India's cricket chiefs on Saturday endorsed New Zealand's Alan Isaac as the next vice-president of the world governing body after former Australian Prime Minister John Howard was snubbed for the job.
Isaac, who heads New Zealand Cricket, was on Friday nominated by Australia and New Zealand for VP, a post that will see him take over as president of the International Cricket Council in mid-2012.
The working committee of the Indian cricket board (BCCI), which met in Mumbai on Saturday, decided to back Isaac for the post that is rotated among the ICC's Test-playing nations.
"The committee approved the candidature of Alan Isaac, Chairman, New Zealand Cricket, for the post of ICC vice-president," the BCCI said in a one-line statement.
Isaac, whose nomination is expected to be rubber-stamped by the ICC's executive board soon, will serve as vice-president for two years before taking over from current president Sharad Pawar of India.
Isaac, a chartered accountant by profession, has been on the board of New Zealand Cricket for 20 years and became its chairman in 2008.
The ICC had on July 1 rejected the candidature of Howard -- following a reported revolt by the Afro-Asian bloc in the ICC -- and asked Australia and New Zealand to nominate a new man by August 31.
ICC chief executive Haroon Lorgat had declined to disclose why Howard's bid had failed, but reports suggested the former PM enjoyed the support of only Australia, New Zealand and England.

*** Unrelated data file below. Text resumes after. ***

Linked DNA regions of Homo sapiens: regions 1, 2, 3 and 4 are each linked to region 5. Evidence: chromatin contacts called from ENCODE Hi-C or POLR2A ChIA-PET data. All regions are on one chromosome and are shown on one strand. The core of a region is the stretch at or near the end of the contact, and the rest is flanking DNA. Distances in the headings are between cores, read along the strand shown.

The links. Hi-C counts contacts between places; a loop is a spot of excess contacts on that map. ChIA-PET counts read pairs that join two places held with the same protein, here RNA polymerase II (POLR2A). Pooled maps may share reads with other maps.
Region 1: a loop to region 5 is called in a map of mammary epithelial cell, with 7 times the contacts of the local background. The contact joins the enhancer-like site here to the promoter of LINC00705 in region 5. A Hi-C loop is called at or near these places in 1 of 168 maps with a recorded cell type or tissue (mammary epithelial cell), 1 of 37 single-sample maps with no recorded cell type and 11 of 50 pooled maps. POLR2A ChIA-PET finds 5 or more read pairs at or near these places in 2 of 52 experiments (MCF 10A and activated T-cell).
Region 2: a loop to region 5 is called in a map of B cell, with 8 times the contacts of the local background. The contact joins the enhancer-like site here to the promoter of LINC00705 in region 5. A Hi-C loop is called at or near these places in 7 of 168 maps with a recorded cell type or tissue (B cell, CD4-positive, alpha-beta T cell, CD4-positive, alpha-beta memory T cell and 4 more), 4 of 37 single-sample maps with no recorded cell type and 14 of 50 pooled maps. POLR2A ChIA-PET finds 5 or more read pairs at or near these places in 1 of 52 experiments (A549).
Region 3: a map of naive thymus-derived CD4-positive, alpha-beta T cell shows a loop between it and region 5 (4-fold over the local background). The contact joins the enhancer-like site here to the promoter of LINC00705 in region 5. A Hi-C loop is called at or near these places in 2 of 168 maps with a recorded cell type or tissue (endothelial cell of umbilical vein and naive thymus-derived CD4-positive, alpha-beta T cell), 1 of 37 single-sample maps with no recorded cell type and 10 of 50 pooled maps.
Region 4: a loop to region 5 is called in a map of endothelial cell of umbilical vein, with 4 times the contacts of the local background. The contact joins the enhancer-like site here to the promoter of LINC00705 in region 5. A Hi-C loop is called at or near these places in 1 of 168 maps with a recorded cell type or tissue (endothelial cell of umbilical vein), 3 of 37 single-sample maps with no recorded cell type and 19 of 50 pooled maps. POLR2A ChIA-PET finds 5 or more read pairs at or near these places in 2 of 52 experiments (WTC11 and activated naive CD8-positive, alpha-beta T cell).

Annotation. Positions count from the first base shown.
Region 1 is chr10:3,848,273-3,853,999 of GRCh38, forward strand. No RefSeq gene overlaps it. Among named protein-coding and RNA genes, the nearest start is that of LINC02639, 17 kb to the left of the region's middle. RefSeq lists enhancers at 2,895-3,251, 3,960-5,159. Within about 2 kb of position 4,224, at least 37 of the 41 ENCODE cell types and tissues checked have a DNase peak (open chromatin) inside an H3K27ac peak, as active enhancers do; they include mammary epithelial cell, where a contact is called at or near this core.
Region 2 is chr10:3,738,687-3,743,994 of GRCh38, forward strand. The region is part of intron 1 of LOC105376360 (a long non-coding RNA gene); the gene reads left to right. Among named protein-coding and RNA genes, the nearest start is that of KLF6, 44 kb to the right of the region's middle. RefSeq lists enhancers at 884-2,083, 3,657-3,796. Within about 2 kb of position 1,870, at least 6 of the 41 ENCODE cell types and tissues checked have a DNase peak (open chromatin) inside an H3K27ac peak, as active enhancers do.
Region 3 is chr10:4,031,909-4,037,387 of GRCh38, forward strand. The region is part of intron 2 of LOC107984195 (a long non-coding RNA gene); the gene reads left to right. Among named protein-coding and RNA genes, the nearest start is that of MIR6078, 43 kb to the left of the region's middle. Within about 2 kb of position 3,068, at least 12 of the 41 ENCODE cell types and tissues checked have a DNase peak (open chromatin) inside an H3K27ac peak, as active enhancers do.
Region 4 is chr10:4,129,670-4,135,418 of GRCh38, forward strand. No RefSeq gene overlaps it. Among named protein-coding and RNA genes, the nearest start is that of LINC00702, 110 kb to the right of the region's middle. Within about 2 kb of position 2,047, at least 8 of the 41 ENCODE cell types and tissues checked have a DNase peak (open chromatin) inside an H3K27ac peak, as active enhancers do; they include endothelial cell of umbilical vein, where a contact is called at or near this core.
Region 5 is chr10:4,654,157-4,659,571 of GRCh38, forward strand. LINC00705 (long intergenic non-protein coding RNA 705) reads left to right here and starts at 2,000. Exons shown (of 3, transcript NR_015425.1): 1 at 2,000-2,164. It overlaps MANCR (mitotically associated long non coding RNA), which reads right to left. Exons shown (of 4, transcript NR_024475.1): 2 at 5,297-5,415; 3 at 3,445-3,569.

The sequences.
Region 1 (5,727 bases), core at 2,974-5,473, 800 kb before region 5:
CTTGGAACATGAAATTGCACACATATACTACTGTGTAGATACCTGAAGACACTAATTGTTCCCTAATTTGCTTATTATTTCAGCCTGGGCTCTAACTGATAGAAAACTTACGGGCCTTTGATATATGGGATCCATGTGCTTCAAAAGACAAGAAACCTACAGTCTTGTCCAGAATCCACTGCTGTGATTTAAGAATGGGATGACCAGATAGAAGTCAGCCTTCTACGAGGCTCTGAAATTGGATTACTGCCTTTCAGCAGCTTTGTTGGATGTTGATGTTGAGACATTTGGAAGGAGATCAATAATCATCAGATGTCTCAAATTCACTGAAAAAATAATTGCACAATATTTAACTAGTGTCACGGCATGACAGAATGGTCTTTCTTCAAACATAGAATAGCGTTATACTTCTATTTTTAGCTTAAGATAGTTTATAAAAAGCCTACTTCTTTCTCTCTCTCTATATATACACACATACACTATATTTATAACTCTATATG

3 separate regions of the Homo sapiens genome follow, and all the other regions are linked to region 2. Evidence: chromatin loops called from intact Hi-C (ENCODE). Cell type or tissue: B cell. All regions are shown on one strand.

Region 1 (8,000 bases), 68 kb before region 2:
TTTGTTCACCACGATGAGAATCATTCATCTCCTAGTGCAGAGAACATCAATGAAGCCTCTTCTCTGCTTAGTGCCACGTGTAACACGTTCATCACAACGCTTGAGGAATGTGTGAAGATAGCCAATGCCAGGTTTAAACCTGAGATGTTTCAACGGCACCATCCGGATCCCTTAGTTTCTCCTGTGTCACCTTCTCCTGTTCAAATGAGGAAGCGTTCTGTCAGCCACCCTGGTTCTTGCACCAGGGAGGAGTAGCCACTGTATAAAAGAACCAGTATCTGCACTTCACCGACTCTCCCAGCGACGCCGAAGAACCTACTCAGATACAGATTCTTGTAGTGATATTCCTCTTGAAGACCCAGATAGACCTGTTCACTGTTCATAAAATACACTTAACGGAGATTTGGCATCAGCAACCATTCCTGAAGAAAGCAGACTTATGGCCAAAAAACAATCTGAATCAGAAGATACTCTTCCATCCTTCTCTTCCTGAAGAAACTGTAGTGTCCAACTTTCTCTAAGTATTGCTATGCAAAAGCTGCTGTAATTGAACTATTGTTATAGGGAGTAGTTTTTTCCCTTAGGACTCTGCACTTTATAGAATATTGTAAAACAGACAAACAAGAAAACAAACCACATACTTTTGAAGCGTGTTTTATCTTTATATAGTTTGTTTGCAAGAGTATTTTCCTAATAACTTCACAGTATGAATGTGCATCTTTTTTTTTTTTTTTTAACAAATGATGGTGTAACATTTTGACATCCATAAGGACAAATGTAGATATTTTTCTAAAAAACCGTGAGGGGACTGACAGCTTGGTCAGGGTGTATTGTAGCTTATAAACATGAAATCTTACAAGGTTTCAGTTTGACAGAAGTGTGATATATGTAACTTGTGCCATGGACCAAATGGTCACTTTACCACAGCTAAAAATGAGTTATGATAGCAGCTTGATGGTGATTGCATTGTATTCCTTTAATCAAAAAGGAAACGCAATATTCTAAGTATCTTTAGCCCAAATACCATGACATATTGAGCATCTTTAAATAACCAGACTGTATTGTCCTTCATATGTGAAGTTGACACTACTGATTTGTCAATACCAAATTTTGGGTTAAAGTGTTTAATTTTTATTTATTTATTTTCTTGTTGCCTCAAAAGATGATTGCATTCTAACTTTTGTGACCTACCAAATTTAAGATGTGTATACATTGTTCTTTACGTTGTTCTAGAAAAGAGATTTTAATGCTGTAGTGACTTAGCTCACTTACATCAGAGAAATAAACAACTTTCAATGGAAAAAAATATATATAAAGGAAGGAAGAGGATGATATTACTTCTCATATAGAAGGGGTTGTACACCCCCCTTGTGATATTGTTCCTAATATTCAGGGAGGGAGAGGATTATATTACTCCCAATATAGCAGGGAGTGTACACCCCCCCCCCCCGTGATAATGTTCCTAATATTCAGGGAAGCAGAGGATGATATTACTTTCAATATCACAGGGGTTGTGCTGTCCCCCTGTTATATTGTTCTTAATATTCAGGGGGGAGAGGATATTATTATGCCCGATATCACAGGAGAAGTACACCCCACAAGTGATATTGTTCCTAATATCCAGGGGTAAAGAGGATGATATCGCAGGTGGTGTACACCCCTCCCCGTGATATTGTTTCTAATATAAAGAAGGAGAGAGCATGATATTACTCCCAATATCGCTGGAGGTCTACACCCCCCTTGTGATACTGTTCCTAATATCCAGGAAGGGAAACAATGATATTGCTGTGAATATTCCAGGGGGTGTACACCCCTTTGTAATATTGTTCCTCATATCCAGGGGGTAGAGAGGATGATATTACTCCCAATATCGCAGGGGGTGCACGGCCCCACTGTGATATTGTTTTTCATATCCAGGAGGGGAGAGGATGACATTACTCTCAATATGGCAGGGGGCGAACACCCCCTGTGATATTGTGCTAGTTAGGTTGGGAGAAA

Howard's candidature was reportedly not backed by the ICC's seven other full members -- India, Pakistan, Sri Lanka, Bangladesh, South Africa, Zimbabwe and the West Indies.
The rejection of Howard, who was Australian Prime Minister from 1996 to 2007, was believed to stem from his zealous opposition to Robert Mugabe's government in Zimbabwe.
He also incurred the wrath of the powerful Asian cricket bloc in 2004 by labelling Sri Lankan legend Muttiah Muralitharan a "chucker," or someone with an illegal bowling action.
In 2006, Howard strongly supported Australian umpire Darrell Hair, who outraged Pakistan by halting a Test match and awarding victory to England during a protest over ball-tampering allegations.
Several Test nations also objected to Howard's appointment because he had no experience of cricket administration.
Cricket Australia on Friday declined to name another candidate after Howard was rejected, and instead decided to support Isaac.